The story of Nigeria's membership of the largest free trade agreement in history.
In the early 2010s, one could not help but notice little progress had been made in easing travel and trade across Africa since the end of the colonial period, thereby hindering the economic integration of a continent with much unrealized potential.
Since 2012, African leaders had been contemplating the idea of a continental FTA to facilitate the movement of goods and people by creating a unified inter-African market free of tariffs and import duties.
Although the plan was put on hold a number of occasions, the African Continental Free Trade Area (AfCFTA) was finally formed on March 21, 2018. After being brokered by the African Union (AU), the FTA was signed by 44 AU member states in an extraordinary summit held in Rwanda. In the next AU summit in Mauritania, the number of signatories to the agreement rose to 49.
The plan was—and still is—to form a continent-wide free trade area with the participation of all AU members, thus creating a market with an overall GDP of USD3.4 trillion.
Transport, communication, finance, tourism, and business services were chosen as priority sectors. In early 2018, the signatories to AfCFTA were urging all African leaders to follow suit to create the largest free trade area in the world and boost the volume of continent-wide trade by over 50%, according to estimates by the Economic Commission for Africa (UNECA).By May 2018, only three AU members had not signed the AfCFTA.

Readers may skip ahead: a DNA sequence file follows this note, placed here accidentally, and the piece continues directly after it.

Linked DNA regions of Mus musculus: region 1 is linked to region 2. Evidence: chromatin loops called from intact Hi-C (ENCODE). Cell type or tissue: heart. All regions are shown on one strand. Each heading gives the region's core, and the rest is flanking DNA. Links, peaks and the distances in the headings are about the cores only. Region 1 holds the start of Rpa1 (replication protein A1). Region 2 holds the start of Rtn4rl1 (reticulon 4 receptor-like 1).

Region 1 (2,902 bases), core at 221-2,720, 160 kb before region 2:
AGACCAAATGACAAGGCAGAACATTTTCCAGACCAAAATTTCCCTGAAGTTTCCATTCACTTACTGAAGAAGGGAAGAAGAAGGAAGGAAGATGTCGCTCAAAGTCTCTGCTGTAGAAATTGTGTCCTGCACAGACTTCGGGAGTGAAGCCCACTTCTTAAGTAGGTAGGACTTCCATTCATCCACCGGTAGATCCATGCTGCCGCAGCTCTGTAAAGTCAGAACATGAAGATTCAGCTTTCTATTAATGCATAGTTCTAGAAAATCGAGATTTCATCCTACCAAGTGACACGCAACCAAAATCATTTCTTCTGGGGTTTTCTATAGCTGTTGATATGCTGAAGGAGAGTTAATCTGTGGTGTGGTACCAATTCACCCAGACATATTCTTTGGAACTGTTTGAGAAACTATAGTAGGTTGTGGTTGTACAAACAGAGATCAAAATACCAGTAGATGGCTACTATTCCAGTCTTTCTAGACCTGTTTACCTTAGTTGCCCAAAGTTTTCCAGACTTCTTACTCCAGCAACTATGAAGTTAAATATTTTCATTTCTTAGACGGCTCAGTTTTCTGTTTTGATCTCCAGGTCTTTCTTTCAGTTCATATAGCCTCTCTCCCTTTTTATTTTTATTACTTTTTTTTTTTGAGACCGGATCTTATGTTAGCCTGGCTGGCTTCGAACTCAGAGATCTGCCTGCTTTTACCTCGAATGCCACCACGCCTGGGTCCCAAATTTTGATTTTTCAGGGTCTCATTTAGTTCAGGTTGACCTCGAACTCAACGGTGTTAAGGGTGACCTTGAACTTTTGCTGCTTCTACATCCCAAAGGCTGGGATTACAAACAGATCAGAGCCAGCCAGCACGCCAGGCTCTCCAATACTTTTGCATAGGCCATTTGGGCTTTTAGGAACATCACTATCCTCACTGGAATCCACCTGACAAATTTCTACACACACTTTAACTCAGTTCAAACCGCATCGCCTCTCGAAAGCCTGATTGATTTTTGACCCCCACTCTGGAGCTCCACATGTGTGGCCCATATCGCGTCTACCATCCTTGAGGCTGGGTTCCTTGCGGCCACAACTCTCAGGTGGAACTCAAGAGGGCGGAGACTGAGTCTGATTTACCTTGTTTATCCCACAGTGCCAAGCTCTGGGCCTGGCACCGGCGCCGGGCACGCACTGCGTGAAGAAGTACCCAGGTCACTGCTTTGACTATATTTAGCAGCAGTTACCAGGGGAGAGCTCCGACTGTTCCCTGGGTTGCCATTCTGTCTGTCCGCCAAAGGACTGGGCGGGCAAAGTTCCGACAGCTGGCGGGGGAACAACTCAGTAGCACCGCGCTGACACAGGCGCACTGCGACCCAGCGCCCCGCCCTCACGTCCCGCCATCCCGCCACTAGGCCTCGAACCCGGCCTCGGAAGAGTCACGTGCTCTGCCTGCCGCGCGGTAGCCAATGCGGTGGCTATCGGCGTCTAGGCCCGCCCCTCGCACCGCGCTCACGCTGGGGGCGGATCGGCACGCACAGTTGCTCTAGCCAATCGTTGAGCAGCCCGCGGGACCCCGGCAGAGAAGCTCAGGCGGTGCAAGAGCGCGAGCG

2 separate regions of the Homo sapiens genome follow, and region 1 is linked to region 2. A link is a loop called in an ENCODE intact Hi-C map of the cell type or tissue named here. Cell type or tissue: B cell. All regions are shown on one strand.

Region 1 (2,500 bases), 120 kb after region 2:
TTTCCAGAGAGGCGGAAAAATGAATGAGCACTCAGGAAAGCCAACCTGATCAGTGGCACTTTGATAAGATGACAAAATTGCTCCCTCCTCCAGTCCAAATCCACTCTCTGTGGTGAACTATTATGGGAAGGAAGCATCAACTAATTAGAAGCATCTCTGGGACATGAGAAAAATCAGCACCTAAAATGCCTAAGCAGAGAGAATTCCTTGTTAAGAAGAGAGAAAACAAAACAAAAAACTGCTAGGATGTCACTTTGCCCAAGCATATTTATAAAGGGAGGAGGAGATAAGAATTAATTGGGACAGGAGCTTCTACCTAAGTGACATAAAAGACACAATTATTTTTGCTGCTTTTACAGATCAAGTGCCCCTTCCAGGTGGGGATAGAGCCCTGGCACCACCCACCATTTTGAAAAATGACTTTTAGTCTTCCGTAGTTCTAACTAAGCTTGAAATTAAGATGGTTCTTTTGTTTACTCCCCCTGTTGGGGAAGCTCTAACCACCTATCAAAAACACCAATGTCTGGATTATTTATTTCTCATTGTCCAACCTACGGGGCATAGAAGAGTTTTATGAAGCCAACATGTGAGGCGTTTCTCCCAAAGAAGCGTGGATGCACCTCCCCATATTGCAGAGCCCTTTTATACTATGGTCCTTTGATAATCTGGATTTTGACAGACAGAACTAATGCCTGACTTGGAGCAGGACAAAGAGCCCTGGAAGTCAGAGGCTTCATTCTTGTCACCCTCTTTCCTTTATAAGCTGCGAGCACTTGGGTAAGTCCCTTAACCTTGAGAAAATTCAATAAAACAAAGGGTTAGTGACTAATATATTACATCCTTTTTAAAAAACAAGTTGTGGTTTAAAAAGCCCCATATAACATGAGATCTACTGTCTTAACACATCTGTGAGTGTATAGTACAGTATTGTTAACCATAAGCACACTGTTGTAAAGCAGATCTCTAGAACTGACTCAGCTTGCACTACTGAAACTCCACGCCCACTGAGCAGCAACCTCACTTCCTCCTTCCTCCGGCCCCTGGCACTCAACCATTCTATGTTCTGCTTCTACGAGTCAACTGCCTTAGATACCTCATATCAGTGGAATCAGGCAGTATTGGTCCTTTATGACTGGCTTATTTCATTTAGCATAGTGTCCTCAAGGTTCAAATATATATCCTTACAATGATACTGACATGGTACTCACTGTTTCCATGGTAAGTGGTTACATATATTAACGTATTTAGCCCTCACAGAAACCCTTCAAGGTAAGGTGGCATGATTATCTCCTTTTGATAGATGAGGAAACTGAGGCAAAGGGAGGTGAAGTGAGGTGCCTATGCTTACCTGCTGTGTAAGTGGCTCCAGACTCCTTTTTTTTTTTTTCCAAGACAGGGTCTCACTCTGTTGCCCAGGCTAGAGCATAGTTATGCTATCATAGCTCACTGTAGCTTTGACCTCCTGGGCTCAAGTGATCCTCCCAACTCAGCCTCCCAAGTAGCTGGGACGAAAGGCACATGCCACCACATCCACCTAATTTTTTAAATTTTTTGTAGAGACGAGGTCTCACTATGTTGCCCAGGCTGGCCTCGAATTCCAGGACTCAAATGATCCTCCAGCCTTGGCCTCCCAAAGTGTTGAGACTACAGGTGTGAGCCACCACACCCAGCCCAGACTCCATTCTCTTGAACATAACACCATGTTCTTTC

These included the continent’s largest economy, Nigeria, although Nigeria made it clear its hesitation should be interpreted as a delay in domestic consultation and not a lack of interest. The reason behind Nigeria’s hesitation was easy to explain: Africa’s economy is extremely heterogeneous, with Nigeria, South Africa, and Egypt accounting for over half of the continent’s economic activities.
Some believe there is a good chance AfCFTA will cast Nigeria in the role of Africa’s economic engine, responsible for driving an entire continent forward. However, AfCFTA can help Nigerian manufacturers to gain access to many untapped export markets, while importing their required raw materials at cheaper prices.
President Buhari signed the deal on July 7, 2019, and the FTA formally came into existence in April 2019, when 22 of the signatories ratified the AfCFTA.
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